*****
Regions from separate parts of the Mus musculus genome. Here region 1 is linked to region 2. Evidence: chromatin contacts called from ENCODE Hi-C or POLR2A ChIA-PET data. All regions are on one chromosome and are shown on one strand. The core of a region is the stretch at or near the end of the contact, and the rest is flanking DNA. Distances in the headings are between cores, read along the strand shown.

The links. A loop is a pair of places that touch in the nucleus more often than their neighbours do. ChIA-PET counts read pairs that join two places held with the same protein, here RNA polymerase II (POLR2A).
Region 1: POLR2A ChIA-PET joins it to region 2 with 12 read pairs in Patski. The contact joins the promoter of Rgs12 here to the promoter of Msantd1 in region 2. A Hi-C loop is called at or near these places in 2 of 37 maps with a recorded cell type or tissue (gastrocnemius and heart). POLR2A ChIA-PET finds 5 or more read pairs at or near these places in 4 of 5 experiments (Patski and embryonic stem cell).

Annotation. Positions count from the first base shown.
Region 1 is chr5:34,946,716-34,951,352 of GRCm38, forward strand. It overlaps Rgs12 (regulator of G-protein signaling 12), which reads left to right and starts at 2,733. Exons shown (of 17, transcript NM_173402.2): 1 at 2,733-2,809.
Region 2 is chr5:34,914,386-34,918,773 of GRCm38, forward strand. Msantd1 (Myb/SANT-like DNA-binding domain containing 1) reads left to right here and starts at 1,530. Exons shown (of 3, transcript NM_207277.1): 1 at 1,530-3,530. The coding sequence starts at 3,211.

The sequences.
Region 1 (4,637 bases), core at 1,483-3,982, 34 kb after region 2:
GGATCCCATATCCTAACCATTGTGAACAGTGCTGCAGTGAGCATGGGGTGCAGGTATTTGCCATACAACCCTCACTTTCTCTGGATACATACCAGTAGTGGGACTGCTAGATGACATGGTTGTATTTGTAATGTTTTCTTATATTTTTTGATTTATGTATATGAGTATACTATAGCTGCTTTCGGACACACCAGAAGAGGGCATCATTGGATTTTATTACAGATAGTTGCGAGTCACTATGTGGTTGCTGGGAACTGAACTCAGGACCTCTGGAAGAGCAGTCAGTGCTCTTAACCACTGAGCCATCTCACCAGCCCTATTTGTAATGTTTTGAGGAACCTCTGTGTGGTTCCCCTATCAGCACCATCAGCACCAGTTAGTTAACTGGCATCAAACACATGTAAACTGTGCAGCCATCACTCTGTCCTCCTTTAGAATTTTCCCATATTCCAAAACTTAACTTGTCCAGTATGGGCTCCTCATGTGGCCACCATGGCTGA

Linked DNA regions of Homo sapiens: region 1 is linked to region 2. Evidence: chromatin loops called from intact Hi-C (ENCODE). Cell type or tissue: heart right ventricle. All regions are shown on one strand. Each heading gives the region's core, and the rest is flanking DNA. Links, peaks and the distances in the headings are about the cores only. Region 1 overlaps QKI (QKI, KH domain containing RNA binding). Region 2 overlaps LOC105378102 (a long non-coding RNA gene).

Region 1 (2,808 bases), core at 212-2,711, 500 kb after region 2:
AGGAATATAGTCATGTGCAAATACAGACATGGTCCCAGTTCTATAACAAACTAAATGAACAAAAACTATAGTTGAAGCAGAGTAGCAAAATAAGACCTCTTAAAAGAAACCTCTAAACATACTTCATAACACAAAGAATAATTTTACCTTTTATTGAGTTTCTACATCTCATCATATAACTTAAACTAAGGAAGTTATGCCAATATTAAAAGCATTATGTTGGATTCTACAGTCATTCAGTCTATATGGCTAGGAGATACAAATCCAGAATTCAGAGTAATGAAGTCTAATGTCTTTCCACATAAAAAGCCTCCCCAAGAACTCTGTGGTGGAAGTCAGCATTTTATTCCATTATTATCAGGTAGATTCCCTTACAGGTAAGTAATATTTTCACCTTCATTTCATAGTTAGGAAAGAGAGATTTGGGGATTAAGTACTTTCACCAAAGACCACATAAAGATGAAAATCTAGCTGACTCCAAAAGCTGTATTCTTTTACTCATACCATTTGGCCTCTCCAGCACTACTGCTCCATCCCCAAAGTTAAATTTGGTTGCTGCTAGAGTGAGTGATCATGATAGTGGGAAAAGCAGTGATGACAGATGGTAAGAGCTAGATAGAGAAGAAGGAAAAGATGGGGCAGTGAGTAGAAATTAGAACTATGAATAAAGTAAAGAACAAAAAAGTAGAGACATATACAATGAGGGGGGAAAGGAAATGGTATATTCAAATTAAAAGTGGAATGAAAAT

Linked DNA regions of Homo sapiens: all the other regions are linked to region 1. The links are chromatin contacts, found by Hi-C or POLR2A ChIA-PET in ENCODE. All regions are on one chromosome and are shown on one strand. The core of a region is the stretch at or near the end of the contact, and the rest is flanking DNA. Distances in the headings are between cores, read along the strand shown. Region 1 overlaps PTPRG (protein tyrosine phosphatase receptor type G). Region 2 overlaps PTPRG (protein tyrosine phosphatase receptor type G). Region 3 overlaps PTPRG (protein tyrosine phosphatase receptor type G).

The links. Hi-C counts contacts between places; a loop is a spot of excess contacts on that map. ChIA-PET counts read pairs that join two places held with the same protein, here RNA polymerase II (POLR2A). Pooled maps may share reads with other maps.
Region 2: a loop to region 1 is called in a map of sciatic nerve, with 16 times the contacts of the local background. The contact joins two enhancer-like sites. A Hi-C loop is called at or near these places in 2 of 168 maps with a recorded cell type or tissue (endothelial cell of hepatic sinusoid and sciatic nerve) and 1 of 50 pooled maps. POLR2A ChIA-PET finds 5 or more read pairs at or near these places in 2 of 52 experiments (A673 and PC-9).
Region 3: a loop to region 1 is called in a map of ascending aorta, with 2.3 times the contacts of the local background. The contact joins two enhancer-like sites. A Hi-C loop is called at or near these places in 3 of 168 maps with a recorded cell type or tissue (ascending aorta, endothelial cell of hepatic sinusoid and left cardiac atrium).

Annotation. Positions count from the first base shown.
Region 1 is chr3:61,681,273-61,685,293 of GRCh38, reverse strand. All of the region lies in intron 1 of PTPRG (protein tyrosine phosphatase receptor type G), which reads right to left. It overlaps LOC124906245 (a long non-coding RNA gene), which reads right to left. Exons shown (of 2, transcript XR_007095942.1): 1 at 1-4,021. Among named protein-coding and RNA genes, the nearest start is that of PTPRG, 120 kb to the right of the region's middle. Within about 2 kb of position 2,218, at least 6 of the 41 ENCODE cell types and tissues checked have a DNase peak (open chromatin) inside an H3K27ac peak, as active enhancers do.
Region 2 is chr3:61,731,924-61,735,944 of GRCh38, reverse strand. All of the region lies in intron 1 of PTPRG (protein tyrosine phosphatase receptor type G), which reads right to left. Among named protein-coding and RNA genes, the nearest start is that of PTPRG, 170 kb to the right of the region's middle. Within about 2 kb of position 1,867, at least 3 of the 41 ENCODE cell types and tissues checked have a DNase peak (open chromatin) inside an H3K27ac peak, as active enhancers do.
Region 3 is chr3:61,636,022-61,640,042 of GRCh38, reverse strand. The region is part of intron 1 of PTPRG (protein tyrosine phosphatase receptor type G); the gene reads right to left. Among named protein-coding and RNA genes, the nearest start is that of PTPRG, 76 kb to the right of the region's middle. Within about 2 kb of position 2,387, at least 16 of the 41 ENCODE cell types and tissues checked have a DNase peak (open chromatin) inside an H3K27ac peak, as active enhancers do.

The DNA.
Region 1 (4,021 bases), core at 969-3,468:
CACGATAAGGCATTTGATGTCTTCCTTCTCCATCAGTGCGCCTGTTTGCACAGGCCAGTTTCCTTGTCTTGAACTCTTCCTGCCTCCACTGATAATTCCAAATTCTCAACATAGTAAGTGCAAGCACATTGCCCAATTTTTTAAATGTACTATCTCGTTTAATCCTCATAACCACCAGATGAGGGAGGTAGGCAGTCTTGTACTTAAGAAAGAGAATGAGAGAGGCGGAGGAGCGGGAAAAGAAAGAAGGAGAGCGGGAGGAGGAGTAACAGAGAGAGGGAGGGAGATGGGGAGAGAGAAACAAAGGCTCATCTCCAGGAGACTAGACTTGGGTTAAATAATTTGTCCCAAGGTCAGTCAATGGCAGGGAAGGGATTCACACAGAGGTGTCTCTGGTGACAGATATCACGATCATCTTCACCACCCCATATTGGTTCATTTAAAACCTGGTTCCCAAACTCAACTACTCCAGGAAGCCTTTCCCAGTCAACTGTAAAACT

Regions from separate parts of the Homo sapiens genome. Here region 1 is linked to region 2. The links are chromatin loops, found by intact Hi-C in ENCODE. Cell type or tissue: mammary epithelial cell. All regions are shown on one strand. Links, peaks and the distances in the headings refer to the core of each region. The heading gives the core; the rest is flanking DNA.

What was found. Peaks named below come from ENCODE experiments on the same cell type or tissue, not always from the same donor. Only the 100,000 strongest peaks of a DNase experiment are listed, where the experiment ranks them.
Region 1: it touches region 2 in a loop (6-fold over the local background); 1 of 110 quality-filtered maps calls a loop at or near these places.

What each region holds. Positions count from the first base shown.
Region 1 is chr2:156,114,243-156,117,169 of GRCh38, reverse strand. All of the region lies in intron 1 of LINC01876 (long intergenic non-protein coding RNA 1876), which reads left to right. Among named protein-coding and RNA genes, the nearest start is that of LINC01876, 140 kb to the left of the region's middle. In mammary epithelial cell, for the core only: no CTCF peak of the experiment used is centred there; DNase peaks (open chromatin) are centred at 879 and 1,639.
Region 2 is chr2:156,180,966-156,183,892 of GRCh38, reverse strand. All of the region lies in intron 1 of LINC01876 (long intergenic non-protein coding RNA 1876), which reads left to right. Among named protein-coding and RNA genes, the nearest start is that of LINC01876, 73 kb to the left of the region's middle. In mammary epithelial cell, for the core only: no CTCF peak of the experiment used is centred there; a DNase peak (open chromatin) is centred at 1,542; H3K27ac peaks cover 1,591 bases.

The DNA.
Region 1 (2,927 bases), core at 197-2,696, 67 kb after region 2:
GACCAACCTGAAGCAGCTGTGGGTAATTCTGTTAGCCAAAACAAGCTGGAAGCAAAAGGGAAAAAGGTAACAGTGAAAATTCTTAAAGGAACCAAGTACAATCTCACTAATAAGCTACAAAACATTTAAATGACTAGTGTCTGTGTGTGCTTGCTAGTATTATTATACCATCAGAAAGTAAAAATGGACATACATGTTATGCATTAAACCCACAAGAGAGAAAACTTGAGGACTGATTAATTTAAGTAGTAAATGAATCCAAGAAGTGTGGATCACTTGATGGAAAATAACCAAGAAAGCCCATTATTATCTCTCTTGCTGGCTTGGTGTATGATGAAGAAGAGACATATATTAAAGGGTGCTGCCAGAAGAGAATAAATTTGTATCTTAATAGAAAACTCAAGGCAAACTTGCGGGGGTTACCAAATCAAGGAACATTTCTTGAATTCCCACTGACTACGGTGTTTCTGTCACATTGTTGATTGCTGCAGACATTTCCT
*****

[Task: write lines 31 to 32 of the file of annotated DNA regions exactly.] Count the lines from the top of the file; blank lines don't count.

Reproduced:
Region 1 (2,927 bases), core at 197-2,696, 67 kb after region 2:
GACCAACCTGAAGCAGCTGTGGGTAATTCTGTTAGCCAAAACAAGCTGGAAGCAAAAGGGAAAAAGGTAACAGTGAAAATTCTTAAAGGAACCAAGTACAATCTCACTAATAAGCTACAAAACATTTAAATGACTAGTGTCTGTGTGTGCTTGCTAGTATTATTATACCATCAGAAAGTAAAAATGGACATACATGTTATGCATTAAACCCACAAGAGAGAAAACTTGAGGACTGATTAATTTAAGTAGTAAATGAATCCAAGAAGTGTGGATCACTTGATGGAAAATAACCAAGAAAGCCCATTATTATCTCTCTTGCTGGCTTGGTGTATGATGAAGAAGAGACATATATTAAAGGGTGCTGCCAGAAGAGAATAAATTTGTATCTTAATAGAAAACTCAAGGCAAACTTGCGGGGGTTACCAAATCAAGGAACATTTCTTGAATTCCCACTGACTACGGTGTTTCTGTCACATTGTTGATTGCTGCAGACATTTCCT